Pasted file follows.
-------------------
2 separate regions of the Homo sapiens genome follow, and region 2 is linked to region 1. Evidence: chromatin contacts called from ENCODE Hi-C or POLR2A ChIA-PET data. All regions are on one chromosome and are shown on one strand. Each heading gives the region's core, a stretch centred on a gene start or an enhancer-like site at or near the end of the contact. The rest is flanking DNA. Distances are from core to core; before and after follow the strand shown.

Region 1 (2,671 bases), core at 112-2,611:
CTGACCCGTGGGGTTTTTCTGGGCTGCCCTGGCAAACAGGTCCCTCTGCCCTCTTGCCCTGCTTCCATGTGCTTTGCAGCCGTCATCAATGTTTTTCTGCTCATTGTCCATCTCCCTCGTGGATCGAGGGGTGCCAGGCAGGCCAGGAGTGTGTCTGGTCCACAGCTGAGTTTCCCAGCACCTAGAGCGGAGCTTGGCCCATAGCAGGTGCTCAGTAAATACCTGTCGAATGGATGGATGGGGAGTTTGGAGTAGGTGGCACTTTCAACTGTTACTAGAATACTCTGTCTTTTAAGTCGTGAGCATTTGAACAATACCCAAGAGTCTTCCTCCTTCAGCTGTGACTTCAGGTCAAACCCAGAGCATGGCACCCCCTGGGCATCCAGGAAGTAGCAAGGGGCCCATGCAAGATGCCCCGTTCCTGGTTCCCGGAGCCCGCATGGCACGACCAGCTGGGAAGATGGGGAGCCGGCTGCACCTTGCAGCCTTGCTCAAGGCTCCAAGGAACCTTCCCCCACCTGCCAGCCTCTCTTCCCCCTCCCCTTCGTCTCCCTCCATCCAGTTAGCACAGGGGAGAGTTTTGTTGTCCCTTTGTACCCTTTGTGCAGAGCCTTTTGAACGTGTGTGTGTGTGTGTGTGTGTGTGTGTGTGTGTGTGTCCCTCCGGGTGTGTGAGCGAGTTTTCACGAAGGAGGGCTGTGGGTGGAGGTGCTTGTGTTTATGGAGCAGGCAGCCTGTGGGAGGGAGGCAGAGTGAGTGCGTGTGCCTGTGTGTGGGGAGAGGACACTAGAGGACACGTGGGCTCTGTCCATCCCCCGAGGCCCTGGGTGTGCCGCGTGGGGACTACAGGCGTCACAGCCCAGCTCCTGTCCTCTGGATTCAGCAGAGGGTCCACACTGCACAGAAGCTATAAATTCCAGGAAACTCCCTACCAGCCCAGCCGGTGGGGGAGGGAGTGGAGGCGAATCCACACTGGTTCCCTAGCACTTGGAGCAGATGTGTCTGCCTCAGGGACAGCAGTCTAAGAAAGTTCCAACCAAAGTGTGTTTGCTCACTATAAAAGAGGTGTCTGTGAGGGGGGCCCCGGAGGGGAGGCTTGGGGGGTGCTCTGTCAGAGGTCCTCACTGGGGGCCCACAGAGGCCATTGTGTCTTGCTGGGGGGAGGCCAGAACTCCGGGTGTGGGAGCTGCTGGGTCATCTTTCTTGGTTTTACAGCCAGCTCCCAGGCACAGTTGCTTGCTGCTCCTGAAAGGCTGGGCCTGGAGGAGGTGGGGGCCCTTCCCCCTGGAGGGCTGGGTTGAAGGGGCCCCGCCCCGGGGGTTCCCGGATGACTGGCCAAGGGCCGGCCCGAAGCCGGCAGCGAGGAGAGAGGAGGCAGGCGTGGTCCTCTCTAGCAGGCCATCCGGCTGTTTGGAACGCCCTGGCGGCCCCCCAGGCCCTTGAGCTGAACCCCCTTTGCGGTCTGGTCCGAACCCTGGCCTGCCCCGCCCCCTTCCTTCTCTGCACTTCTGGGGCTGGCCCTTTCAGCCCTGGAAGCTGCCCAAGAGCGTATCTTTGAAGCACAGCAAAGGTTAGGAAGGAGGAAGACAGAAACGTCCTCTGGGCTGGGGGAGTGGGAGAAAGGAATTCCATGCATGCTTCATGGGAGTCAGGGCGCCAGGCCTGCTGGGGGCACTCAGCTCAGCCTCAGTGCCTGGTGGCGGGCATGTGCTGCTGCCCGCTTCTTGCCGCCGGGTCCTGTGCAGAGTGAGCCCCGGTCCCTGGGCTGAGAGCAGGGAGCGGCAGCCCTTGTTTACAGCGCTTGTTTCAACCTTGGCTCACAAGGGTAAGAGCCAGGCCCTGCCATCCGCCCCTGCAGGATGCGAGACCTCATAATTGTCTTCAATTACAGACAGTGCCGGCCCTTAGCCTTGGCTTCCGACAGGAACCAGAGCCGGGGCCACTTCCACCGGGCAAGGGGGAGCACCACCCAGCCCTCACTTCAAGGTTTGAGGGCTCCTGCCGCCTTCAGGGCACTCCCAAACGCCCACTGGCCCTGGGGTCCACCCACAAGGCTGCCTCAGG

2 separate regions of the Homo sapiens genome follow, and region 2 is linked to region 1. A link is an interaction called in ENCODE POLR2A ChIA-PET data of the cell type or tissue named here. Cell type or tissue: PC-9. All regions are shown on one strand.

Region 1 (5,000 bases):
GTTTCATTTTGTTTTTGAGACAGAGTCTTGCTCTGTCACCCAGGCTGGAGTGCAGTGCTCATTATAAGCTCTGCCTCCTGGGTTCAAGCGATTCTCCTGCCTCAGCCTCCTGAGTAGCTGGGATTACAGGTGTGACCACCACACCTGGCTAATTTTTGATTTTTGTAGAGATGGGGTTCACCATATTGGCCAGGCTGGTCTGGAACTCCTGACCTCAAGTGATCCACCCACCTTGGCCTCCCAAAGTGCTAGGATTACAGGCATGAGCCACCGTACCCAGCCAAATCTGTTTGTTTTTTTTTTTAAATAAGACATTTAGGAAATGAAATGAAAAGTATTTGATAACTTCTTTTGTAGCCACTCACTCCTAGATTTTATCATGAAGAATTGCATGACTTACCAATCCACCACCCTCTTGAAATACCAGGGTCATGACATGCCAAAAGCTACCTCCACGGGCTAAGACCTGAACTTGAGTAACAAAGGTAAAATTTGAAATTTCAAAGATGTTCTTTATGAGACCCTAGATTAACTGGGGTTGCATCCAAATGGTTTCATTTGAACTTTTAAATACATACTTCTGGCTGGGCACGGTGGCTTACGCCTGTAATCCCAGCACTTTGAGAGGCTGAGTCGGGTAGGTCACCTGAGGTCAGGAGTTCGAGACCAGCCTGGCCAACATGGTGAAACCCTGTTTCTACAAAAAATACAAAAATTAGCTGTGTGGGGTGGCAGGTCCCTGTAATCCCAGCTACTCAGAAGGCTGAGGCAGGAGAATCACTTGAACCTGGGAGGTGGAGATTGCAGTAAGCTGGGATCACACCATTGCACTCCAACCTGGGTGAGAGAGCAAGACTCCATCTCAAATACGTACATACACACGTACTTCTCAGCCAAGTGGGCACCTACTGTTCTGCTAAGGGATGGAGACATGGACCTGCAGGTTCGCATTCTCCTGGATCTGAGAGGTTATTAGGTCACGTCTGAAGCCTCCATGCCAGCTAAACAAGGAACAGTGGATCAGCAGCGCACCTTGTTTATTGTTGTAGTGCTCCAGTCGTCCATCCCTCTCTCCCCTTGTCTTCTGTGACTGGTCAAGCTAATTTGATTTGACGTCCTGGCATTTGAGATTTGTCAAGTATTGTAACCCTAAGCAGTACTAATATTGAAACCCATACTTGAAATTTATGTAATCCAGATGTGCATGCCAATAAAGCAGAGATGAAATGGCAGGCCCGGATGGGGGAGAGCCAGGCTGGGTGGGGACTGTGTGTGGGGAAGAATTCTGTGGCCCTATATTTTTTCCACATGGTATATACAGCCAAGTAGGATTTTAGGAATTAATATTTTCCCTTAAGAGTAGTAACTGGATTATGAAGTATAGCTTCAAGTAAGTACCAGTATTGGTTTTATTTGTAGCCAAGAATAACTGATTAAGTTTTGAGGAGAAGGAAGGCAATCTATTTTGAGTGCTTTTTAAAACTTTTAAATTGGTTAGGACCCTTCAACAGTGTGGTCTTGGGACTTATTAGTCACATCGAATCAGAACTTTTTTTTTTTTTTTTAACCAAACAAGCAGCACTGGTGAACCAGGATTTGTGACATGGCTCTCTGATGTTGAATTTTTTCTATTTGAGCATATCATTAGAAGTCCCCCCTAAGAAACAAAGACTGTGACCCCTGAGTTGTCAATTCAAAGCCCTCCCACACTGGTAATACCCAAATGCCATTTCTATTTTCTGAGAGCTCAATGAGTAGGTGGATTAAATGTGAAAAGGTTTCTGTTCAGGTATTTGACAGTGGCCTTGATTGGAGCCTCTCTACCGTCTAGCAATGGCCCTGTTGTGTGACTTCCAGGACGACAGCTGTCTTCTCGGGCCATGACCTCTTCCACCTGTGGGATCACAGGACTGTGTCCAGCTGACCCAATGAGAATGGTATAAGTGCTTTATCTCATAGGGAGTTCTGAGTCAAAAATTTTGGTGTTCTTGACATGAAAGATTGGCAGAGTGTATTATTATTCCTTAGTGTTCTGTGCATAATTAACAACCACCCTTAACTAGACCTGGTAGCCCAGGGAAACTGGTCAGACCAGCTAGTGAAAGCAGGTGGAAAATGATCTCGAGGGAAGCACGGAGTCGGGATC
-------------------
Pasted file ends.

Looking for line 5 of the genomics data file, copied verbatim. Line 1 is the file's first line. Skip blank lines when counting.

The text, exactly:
Region 1 (5,000 bases):